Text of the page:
Joe Pool Lake Now Eligible for Watershed Protection Funding


(ARLINGTON, TEXAS) – The U.S. Environmental Protection Agency approved the Joe Pool Lake Watershed Protection Plan (WPP) October, 2022, making it eligible for funding. The plan was created to restore water quality in Joe Pool Lake tributaries, which helps protect Joe Pool Lake’s water quality.

The WPP originated after water quality results from two Joe Pool Lake tributaries, Walnut Creek and portions of Mountain Creek, showed concerning levels of contamination. Following a 2016 Texas Integrated Report, Mountain Creek is no longer listed for concerns. As of 2018, Walnut Creek has been delisted for bacteria.

“Protecting the long-term quality of water in Joe Pool Lake will take participation by all communities where storm flows enter the lake,” said Howard Redfearn, city of Mansfield Environmental Manager. “This plan will lay the groundwork for those communities to collaborate on that goal.”

“Successful implementation of a watershed protection plan is incumbent upon employing a variety of management strategies,” added city of Grand Prairie Director of Public Health and Environmental Quality, Cindy Mendez. “Having the Joe Pool Lake Watershed Protection Plan approved by the EPA and eligible for funding will allow for the stakeholders to pursue those management strategies.”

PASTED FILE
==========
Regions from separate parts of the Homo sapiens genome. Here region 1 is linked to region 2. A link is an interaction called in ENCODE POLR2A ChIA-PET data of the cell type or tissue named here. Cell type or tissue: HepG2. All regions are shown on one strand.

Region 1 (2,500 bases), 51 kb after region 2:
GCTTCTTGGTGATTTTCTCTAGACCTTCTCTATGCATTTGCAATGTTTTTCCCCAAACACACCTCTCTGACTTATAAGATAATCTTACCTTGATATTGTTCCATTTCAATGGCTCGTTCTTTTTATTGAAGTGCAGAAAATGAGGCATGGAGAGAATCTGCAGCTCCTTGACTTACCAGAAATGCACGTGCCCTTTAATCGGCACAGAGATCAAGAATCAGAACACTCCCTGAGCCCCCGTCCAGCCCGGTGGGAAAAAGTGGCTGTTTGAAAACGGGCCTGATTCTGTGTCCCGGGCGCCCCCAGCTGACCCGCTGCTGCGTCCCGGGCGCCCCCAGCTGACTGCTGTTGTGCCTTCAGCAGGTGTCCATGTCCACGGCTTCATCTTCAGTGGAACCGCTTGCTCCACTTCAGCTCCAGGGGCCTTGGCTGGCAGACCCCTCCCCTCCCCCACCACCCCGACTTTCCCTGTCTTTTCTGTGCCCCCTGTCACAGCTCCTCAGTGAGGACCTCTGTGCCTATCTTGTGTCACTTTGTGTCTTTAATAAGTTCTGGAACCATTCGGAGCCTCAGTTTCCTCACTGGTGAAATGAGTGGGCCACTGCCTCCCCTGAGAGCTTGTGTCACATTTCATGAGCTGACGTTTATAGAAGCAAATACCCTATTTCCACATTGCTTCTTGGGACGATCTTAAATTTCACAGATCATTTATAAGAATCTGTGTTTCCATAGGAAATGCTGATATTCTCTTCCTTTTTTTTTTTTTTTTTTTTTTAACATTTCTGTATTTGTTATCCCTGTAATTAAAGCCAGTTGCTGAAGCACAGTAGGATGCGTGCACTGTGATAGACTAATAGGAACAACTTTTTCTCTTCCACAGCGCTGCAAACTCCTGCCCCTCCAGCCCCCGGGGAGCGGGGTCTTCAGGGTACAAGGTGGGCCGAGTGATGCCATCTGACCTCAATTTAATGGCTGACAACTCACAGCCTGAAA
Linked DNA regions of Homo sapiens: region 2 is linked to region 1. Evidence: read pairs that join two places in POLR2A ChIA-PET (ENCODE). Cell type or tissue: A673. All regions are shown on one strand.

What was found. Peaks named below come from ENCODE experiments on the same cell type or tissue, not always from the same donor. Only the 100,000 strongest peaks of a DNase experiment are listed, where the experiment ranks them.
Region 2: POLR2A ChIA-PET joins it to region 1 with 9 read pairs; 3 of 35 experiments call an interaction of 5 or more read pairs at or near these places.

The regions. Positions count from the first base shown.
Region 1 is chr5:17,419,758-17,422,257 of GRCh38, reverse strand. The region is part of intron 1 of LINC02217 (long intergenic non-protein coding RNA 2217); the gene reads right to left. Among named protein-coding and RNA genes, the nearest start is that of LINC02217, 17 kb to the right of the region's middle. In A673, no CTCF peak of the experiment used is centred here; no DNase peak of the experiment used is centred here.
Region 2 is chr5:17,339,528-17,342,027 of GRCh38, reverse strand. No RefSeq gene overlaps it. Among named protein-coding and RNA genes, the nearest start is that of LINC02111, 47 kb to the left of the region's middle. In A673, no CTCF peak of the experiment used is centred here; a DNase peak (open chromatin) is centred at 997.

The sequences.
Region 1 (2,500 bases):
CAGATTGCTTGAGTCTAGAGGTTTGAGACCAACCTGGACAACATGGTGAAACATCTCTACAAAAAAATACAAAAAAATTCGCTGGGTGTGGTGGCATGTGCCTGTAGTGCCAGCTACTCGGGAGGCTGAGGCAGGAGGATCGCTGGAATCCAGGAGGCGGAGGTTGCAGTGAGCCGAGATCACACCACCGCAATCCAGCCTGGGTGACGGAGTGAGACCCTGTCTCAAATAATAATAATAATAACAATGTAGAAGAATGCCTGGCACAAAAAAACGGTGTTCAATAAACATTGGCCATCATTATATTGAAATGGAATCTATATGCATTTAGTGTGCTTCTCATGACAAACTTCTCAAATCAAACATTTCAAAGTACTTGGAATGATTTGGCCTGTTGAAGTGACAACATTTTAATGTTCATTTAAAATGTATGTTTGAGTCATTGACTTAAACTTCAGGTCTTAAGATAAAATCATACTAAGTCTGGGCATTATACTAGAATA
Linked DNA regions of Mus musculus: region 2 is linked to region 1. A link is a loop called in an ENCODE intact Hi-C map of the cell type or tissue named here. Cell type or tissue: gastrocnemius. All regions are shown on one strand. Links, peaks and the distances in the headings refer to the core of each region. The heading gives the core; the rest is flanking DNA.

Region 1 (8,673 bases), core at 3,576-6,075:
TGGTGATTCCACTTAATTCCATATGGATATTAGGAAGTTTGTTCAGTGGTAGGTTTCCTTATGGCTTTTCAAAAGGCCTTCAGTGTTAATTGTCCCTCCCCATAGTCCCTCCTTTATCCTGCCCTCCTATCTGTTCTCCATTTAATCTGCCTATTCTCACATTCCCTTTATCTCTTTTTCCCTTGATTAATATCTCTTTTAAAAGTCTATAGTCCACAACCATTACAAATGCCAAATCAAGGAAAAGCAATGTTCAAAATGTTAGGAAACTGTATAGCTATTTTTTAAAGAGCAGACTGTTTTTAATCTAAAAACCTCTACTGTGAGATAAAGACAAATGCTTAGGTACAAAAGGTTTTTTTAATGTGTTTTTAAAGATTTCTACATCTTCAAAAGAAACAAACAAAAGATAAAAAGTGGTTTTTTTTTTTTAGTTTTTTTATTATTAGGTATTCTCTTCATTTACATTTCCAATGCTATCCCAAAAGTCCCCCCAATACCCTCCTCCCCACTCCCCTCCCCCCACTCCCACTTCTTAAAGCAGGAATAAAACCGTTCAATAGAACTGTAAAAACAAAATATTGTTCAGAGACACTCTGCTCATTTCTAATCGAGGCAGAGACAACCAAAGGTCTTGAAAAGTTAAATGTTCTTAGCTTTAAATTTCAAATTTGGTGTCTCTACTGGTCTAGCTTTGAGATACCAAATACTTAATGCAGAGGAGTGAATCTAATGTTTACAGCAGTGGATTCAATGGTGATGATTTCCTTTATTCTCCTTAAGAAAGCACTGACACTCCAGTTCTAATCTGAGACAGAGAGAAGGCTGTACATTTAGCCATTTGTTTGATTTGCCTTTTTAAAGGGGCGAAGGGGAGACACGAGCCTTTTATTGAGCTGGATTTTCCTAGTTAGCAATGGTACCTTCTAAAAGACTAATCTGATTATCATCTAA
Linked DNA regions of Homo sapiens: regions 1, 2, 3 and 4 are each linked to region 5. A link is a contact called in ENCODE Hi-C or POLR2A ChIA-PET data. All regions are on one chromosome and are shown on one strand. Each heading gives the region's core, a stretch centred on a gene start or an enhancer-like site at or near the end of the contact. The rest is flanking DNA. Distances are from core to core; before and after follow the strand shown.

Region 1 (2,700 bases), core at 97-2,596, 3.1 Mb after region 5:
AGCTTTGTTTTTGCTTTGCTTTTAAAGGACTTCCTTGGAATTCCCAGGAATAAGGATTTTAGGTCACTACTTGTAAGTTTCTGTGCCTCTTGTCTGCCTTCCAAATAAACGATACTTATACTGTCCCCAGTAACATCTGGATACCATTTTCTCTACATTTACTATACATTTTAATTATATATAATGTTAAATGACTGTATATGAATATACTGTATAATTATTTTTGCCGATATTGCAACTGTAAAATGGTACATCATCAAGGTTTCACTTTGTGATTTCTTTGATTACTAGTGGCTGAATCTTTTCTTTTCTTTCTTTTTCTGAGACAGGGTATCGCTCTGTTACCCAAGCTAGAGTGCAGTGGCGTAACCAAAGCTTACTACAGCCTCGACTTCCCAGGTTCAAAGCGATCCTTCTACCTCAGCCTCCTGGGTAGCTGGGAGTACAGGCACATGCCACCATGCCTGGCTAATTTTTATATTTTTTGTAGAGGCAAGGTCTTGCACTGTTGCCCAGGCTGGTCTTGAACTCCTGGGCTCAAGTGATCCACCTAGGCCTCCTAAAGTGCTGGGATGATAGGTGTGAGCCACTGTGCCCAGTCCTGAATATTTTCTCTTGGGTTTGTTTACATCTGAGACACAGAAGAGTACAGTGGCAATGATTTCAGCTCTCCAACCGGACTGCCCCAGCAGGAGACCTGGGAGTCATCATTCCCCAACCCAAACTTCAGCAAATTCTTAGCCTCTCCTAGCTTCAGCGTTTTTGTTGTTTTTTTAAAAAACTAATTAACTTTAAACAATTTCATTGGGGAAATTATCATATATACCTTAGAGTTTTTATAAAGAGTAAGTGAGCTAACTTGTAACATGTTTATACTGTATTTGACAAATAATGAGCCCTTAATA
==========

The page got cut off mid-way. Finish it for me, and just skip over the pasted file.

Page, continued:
In 2018, the cities of Cedar Hill, Grand Prairie, Mansfield, and Midlothian, in conjunction with the Trinity River Authority of Texas and Texas Commission on Environmental Quality, formed the Joe Pool Lake Watershed Protection Partnership, and they began developing the watershed protection plan.

Heather Firn, TRA watershed coordinator, said the plan would not be successful without input from local citizens, business representatives, city and county personnel, local resource agency staff and many other stakeholders.

With the plan approved, local planning partners now have wider access to state and federal assistance programs that will encourage sustainable development as the watershed continues to urbanize.

Firn noted that cornerstones of the effort include protection and restoration of the riparian zones around creeks, which act as natural filtration systems, as well as encouraging the use of permeable materials in the construction of driveways, parking lots and sidewalks.

“Replacing asphalt and concrete with permeable construction materials reduces stormwater runoff by filtering pollutants into the soil before they can reach our waterways,” Firn said.

Joe Pool Lake has a total drainage area of 304-square miles across major population communities in the Dallas-Fort Worth metroplex. Drinking water from Joe Pool Lake is utilized by more than 40,000 people in the city of Midlothian and the communities of Venus, Rockett, Mountain Peak, Sardis, and parts of southern Grand Prairie. In addition to this existing use by the city of Midlothian, Joe Pool Lake is expected to be further developed by the cities of Cedar Hill, Duncanville, and Grand Prairie for their own municipal use.